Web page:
NCTC Terrorism Study: Huh??

Is it me, or is the much-touted study (requires Acrobat) by the National Counterterrorism Center just so deeply flawed that it’s beyond recovery??

I complained about the decision not to publish the study. Now, looking at it, I’d like to complain about the thinking behind the analysis that was presented.

Sadly, I can’t manage to copy the list of incidents to text so I could make a database of them, but a fast analysis shows that a substantial number of them (30%?? I haven’t yet had time to count, but if someone does, that’s be useful) are in Iraq.Now, according to the methodology page, events in Iraq or Afghanistan are only counted when a foreign national is involved and civilians, as opposed to combatants, are targeted. Seriously:

In the cases of Iraq and Afghanistan, it was particularly difficult to gather comprehensive information about all incidents. The distinction between terrorism and insurgency in Iraq is especially problematic because Iraqis participate in both the Abu Musab al-Zaquari terrorist network as well as the Baathist, former-regime-elements insurgency. As a result, the list of incidents provided here includes incidents involving non-Afghan/non-Iraqi civilians. By extension, some attacks involving non-combatants in Iraq and Afghanistan, including the attack that led to the death of Department of State employee Edward Seltz, were excluded because the targets of the attack were combatants. We note, however, that because of difficulty in gathering data in Iraq and Afghanistan, the list may not be a complete account of all incidents involving non-Afghan/non-Iraqi civilians in those two countries.

I have a significant problem with this; it’s a simple one – we’re at war in Iraq (and to a much lesser degree in Afghanistan). It’s a war with an army that has adopted terrorism as a tactic, and that freely uses it when civilians are the only ones likely to be killed – as opposed to guerilla warfare against our or Iraqi armed forces, in which it is possible that civilians will inadvertently or carelessly be killed.

It’s insane to conflate these incidents and count them alongside acts of terrorism in the United Kingdom.

I’d love to find an actual database that this is based on that would allow you to query and count by country, among other things – this study lumps regions together, so that Iraq is lumped with Saudi Arabia and the West Bank – which represent different aspects of the same war, but could legitimately be used to measure the level of terrorist activity.

To use the level of terrorist attacks in Iraq as a global yardstick is like measuring gunshot deaths in France in 1941-42 and assuming that they represent a trend in the murder rate in Western Europe.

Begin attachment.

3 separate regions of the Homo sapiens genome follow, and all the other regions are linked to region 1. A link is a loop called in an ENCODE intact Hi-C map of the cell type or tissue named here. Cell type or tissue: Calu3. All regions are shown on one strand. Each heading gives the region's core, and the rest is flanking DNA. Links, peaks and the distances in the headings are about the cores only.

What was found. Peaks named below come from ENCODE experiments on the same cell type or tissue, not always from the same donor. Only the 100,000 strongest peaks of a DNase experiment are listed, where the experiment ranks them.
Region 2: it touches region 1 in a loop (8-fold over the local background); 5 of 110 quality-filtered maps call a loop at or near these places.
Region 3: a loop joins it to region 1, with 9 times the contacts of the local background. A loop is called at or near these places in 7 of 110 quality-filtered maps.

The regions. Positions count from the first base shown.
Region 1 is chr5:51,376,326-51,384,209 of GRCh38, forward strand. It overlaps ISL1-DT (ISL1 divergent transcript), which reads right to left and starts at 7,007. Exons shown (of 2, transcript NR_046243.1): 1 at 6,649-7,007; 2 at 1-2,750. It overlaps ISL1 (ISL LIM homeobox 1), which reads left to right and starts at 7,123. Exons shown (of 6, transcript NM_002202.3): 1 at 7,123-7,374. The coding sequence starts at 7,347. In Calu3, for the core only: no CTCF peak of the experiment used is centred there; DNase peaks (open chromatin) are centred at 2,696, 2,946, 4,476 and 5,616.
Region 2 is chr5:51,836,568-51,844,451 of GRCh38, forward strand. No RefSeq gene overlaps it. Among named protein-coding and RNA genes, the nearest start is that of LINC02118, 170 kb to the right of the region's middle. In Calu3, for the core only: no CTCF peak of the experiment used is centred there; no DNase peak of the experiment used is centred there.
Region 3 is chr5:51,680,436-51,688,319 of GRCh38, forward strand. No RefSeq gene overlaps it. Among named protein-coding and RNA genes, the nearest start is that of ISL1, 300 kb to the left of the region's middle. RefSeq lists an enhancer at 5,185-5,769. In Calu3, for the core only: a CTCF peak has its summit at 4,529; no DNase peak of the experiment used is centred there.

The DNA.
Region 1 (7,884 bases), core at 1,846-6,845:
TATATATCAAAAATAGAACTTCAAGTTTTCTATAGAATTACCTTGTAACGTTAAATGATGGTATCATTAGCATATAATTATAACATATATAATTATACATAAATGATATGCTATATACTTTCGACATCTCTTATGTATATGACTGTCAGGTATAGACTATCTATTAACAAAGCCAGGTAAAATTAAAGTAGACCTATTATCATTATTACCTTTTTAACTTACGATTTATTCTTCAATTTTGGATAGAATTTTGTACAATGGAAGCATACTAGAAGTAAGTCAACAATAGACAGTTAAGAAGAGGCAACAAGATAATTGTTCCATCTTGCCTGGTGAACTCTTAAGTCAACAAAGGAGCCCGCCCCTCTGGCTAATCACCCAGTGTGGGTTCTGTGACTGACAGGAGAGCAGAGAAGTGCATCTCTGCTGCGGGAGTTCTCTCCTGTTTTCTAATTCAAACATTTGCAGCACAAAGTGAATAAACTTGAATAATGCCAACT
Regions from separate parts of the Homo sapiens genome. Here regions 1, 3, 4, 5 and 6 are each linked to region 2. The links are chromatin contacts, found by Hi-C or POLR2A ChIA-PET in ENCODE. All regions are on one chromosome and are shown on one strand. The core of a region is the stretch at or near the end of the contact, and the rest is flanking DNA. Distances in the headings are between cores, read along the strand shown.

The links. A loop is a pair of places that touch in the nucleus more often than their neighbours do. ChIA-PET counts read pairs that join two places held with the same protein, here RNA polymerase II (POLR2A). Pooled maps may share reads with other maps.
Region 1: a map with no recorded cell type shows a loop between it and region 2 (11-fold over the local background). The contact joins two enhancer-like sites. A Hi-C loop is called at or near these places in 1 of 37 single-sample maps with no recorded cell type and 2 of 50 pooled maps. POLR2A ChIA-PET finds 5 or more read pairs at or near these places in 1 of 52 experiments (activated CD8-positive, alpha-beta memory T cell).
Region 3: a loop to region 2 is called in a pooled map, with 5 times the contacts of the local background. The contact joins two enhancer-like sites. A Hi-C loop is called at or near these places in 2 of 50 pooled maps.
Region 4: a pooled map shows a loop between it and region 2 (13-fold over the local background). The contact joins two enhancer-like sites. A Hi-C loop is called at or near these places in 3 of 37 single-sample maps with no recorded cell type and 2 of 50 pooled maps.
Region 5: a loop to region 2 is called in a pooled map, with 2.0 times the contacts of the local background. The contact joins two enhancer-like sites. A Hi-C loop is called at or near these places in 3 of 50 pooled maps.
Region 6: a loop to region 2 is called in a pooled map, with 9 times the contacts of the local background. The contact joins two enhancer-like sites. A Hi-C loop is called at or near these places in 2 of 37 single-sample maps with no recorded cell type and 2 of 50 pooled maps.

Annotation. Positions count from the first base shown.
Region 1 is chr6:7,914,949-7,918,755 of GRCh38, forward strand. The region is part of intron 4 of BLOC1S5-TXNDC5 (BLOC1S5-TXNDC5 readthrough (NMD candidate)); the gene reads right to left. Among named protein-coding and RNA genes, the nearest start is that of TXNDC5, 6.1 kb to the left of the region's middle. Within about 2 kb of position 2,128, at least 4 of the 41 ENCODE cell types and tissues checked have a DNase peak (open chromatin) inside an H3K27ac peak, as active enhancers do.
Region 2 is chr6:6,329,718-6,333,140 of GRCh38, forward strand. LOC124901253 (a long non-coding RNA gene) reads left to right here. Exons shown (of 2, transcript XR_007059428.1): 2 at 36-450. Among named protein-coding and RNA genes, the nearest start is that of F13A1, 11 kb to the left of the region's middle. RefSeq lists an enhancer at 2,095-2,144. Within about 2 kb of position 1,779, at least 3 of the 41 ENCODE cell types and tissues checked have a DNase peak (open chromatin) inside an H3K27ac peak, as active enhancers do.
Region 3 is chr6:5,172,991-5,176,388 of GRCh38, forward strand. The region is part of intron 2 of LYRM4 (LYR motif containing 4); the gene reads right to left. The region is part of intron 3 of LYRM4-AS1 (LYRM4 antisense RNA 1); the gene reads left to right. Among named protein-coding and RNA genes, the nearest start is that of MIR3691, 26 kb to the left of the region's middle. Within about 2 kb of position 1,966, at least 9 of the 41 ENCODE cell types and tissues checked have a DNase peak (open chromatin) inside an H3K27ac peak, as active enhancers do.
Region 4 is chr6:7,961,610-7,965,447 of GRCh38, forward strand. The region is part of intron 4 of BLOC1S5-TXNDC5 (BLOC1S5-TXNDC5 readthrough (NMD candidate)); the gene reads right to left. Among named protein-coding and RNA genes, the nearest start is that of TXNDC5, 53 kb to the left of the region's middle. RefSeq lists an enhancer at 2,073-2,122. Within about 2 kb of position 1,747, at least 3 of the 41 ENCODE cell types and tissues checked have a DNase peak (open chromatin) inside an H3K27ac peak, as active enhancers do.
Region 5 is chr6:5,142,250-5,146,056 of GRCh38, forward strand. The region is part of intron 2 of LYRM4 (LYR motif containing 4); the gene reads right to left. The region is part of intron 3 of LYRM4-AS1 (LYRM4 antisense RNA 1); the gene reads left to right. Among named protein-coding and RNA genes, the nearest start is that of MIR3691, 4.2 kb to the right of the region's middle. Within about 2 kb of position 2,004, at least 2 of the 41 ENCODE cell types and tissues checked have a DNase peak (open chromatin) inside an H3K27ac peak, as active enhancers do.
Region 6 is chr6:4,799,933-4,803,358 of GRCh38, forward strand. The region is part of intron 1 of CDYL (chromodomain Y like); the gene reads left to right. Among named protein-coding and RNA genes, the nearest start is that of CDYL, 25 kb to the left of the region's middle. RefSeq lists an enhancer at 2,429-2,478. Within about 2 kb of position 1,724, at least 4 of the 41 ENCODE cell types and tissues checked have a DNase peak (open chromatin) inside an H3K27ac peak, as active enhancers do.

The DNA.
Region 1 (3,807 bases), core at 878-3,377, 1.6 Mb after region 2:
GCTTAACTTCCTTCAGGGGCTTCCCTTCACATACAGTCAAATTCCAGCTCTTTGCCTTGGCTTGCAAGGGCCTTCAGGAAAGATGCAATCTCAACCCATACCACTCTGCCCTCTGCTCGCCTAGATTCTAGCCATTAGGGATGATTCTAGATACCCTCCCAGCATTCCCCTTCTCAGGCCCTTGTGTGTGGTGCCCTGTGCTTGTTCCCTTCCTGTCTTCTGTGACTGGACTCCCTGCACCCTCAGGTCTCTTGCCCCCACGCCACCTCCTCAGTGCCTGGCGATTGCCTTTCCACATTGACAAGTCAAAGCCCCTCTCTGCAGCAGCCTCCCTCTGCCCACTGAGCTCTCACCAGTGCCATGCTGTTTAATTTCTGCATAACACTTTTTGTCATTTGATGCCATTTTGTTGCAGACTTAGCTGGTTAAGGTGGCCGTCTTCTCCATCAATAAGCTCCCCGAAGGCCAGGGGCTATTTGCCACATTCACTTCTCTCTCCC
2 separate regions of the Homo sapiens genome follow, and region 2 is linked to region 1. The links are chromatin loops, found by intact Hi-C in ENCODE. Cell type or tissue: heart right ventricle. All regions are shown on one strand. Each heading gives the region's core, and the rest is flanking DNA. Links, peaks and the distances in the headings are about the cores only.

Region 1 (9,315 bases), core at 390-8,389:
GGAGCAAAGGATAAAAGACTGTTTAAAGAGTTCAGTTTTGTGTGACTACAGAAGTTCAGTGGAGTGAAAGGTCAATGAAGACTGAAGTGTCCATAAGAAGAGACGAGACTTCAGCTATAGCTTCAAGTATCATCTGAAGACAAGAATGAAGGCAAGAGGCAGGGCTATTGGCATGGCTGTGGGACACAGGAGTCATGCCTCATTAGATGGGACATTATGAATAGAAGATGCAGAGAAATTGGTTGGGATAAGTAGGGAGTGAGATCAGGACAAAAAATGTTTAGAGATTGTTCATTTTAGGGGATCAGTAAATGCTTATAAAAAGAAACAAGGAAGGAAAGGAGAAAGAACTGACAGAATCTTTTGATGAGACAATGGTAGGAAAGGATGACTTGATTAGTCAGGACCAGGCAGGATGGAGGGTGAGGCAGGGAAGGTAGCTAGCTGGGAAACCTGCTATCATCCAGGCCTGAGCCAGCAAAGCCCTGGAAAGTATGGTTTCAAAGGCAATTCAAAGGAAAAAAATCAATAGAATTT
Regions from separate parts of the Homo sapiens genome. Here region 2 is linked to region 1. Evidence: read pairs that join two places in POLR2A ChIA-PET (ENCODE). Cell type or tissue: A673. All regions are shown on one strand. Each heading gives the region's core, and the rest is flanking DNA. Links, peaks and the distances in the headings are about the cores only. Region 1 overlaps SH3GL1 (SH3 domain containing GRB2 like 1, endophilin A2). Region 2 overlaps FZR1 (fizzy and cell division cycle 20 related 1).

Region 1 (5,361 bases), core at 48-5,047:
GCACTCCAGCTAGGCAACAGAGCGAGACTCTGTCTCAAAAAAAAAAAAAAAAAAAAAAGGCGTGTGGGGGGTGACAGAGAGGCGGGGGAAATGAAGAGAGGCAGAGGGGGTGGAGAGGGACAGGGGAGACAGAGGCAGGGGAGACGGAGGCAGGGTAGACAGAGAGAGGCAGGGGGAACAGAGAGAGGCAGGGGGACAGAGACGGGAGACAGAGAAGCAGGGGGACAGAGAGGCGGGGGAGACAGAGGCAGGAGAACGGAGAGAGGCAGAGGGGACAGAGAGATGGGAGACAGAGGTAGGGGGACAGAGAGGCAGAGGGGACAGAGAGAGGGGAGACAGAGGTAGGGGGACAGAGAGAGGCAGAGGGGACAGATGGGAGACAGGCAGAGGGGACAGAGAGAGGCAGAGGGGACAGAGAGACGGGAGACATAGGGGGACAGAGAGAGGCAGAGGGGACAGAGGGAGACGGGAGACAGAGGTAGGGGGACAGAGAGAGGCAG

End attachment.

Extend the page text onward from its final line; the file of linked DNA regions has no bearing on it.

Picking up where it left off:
Note that my complaint isn’t based in a feeling that because terrorist attacks are more frequent, and so I believe the current policies may be wrong – it’s because this is crap data (or, more accurately, crap analysis of data), and as such makes it difficult to do the kind of hard thinking about policy that we need to keep doing.

17 thoughts on “NCTC Terrorism Study: Huh??”

  1. They should have found a way to classify the incidents more thoroughly, and then open-source the database so others could add what’s missing and look at the information in different ways.

  2. AL: you say:
    “events in Iraq or Afghanistan are only counted when a foreign national is involved and civilians, as opposed to combatants, are targeted.”

    When a group of applicants for positions with the Iraqi or Afghan forces is waiting in line, then, it’s civilians. I note this is often the object of terrorist/insurgent attacks.

    So I assume the applicants are counted as terrorist victims in case of an attack, while if they are in the forces they are not counted as victims of terrorism?

    From what I heard in an interview with a NYTimes reporter last weekend, it seems often the Iraqi terrorist/insurgent bombers hire locals, who are desperate for money, to plant IED’s for them. I guess then that that would not qualify as a terrorist attack?

    Statistics are always tricky. But when I see that figures on terrorist attacks are not being included in the state department report, it does look like those figures are being judged as not showing what this administration wants to show. This after all is the administration that pays reporters/commentators to support their proposals.

  3. Sigh. No, it’s not just you. Hardly. I read the thing (or tried, until I became so bloody frustrated I gave up) yesterday after reading a

  4. column
  5. at NRO by Andrew McCarthy on the report. In which, I might add, he says: ” Rep. Henry Waxman, the ranking Democrat on the House Government Reform Committee, has fired off a letter to Secretary of State Condoleezza Rice, calling that contention “ludicrous.” When he’s right, he’s right.”

    The only nice thing here is seeing people on both sides of the political fence demanding some accountability and transparency from the government on this. That, at least, was heartening.

  6. I didn’t realize Bill Clinton was still in power…

    This after all is the administration that pays reporters/commentators to support their proposals.

    …oh, you mean his successor, who _also_ does this? I think the phrase is “welcome to politics.”

  7. _Joe_

    bq. _”The accompanying chronology should not be viewed as a complete accounting of global terrorist activity. The categorization and selection criteria specified to NCTC for filtering incidents were drawn from statutory language, traditional “Patterns of Global Terrorism” definitions, and past practices. The methodology used to generate this list of incidents, however, does not accurately capture the totality of terrorist incidents worldwide and could lead to anomalous and potentially inaccurate results”_

    bq. _”NCTC will therefore adjust and improve this methodology and follow this release with the distribution, in June 2005, of a more comprehensive dataset, with regular updates, to better inform the public. NCTC envisions an ongoing dialogue with experts inside and outside the government to further our collective goal of a meaningful compilation of terrorism data.”_

    I couldn’t use copy and paste but I believe I have quoted the document properly contained in the Forward text on page v.

    In other words Joe the forward admits the document is horse apples to start with. The only reason this document was produced and made available is to satisfy the letter of the law.

  8. AL:

    I had a brief debate with Larry Johnson on the Jawa Report here. My position was basically that: